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Wednesday, August 24, 2016
By: Stephanie Taylor Metro Published on Fri Aug 19 2016
The Winnipeg Arts Council is searching for Indigenous artists to create more public art downtown.
The council has put out a call for First Nations, Metis and Inuit visual artists to submit expressions of interest to conceptualize and design three public artworks for Air Canada Window Park, located at the corner of Portage Avenue and Carlton Street.
In its call to artists, the council touts the site as a gathering place for our city’s local Indigenous community.
The council said the idea to commission the artworks came after a meeting between a group of Indigenous artists, elders, scholars and curators.
In their submission, artists are asked to consider the importance of the site in the context of being Treaty One land, which is the traditional territory of the Anishinaabe people and homeland of the Metis nation.
If successful, one artist will be awarded a budget of $200,000 while the remaining two will each received $100,000.
Artists are invited to submit their expressions of interest until September 8.
The projects are to be installed by next fall.
Find the original article here
Tuesday, August 30, 2016
Two well-known Winnipeg activists, Shahina Siddiqui and Michael Redhead Champagne, are being honoured with the prestigious Canadian Red Cross Humanitarian of the Year awards.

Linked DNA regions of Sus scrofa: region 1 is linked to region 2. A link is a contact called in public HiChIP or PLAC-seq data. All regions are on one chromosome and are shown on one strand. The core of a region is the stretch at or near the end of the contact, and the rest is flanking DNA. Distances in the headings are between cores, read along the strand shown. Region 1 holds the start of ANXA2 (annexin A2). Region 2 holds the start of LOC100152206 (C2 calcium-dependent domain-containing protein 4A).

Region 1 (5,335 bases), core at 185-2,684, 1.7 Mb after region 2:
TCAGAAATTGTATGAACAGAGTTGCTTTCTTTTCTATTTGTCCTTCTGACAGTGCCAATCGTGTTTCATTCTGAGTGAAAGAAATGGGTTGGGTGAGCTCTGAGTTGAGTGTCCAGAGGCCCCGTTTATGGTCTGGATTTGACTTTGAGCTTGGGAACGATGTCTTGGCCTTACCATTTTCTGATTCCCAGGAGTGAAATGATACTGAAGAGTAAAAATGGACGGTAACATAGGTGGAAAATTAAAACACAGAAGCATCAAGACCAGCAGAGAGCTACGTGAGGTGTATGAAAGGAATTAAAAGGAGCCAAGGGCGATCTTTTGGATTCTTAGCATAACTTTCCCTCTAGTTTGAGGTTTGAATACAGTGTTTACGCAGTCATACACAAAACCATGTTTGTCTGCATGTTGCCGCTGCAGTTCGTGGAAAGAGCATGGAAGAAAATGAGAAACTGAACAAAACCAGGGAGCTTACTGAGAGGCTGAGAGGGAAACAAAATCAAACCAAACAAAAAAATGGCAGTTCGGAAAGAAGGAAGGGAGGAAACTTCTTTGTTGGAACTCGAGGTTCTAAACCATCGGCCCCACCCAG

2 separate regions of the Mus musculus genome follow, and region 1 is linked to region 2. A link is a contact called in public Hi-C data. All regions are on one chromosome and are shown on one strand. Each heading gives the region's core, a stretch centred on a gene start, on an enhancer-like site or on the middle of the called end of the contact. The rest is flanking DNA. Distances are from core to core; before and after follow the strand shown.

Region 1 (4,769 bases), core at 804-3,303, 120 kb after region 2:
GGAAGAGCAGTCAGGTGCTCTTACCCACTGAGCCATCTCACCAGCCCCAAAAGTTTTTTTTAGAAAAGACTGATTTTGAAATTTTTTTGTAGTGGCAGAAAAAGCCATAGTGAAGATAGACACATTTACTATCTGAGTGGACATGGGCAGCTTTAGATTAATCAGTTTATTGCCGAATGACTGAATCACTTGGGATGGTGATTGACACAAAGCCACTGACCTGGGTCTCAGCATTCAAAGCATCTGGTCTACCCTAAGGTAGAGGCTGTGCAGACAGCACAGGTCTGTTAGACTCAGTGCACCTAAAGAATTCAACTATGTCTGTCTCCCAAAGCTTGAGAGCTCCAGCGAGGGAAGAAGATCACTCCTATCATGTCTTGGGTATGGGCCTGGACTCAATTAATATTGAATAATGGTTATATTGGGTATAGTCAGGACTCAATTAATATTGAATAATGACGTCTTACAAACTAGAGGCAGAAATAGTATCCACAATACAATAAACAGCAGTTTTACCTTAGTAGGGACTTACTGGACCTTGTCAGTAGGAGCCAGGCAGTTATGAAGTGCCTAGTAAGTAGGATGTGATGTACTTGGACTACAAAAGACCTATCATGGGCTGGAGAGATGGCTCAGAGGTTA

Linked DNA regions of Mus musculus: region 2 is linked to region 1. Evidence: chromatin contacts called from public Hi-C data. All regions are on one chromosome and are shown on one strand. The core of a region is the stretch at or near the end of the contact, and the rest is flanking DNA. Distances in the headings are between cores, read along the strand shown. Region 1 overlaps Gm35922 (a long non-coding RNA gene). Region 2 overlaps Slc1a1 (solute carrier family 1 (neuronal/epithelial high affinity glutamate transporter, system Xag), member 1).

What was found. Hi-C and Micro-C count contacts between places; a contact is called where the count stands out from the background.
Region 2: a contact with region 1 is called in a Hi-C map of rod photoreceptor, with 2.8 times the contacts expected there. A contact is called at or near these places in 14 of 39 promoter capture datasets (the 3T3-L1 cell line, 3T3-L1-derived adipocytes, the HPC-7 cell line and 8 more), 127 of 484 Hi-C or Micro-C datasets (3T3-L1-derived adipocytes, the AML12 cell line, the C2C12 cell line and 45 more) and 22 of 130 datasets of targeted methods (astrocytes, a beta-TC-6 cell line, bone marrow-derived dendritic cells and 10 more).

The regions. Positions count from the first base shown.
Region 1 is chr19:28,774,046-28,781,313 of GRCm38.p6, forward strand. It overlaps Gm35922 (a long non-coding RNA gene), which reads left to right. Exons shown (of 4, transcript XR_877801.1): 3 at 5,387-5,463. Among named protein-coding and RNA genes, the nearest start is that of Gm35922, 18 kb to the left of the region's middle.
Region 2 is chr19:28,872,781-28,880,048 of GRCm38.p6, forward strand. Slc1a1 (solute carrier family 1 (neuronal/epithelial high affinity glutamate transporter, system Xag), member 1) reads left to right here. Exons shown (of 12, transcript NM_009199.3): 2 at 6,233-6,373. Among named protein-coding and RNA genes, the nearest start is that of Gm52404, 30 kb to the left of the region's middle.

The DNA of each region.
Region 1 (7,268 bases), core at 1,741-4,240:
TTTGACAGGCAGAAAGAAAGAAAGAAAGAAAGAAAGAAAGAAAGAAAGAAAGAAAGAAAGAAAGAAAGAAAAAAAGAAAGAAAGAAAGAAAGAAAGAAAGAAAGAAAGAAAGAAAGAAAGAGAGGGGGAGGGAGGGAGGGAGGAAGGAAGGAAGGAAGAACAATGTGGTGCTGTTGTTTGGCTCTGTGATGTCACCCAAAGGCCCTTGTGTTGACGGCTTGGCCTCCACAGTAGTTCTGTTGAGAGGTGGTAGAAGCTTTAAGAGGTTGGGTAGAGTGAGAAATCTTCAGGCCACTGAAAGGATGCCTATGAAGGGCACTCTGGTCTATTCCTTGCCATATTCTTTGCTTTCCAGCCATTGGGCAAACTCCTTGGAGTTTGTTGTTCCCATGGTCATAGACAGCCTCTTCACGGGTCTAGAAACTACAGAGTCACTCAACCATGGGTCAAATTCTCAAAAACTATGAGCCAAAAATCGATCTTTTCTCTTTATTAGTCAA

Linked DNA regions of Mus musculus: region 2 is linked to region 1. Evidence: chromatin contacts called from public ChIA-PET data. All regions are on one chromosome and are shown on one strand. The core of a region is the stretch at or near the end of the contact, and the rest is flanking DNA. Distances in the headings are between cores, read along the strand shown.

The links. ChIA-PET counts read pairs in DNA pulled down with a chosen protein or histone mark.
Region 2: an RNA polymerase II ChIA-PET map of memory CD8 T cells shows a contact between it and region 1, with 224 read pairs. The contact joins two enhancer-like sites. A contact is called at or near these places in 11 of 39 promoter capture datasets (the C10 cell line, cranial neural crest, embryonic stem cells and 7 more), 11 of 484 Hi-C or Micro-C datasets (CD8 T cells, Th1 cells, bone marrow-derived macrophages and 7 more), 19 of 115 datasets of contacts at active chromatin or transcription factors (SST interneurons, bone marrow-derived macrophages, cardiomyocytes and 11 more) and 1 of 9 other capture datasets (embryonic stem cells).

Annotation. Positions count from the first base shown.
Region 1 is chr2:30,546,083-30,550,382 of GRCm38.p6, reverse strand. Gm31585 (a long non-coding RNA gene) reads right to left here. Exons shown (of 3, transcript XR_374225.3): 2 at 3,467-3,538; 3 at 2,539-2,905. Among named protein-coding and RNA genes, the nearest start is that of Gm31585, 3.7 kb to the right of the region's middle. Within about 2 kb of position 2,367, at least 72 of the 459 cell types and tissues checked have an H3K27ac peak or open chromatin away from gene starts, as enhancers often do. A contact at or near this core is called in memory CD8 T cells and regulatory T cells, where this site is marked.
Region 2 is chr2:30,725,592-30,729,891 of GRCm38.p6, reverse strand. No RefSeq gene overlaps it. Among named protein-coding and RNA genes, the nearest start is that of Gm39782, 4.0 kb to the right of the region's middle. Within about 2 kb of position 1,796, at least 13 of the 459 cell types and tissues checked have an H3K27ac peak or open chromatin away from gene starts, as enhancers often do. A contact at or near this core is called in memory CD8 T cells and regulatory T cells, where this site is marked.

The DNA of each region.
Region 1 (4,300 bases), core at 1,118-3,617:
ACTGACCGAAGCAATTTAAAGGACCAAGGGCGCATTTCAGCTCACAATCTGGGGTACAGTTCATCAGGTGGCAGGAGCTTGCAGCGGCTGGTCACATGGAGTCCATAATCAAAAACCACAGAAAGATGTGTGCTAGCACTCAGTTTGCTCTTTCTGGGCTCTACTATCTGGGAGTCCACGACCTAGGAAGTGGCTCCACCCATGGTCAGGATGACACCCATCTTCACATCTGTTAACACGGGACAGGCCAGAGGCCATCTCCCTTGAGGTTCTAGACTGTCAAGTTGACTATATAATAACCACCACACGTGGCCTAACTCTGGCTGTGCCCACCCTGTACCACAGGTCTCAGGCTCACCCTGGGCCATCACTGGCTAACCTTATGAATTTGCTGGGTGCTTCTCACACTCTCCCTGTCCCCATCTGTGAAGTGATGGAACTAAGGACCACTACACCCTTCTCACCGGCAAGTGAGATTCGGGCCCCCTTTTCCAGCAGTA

Siddiqui, founder and executive director of the Winnipeg-based Islamic Social Services Association, is being recognized as the 2016 Humanitarian of the Year.
Michael Redhead Champagne, also known as North End MC, is the founder and organizer of Aboriginal Youth Opportunities (AYO!) and this year's Young Humanitarian of the Year.
The awards will be presented Sept. 8 at the Canadian Red Cross Power of Humanity Luncheon.
"Both Shahina and Michael have given tirelessly of themselves to bring together people in their respective cultures in a positive manner," said Shawn Feely, vice-president for the Canadian Red Cross in Manitoba.
"They have also both dedicated themselves to bridging cultural differences and connecting people of various backgrounds to work for the common good. They have both shown the power of humanity through their volunteer work and deserve to be recognized."
Siddiqui and ISSA have been dedicated to ensuring new Canadians, especially recent refugees from Syria, have the necessary support to build a new life in Manitoba, states a news release from the Red Cross.
"Her humanitarian efforts have not only benefited refugees but the whole community, as she works to promote tolerance and understanding among people of different cultures and faiths … as well as raising awareness about Islamic people in Manitoba," the news release says.
Champagne has spent countless hours of volunteer work on projects such as the weekly Meet Me at the Bell Tower anti-violence rallies in the city's North End, dedicating himself to positively helping and uniting people of various backgrounds, states the news release.
"Shahina and Michael's success proves that any effort at helping people is time well spent, and that one person's dedication can improve the lives of many," said John Stinson, CEO of Manitoba Liquor and Lotteries, which sponsors the awards.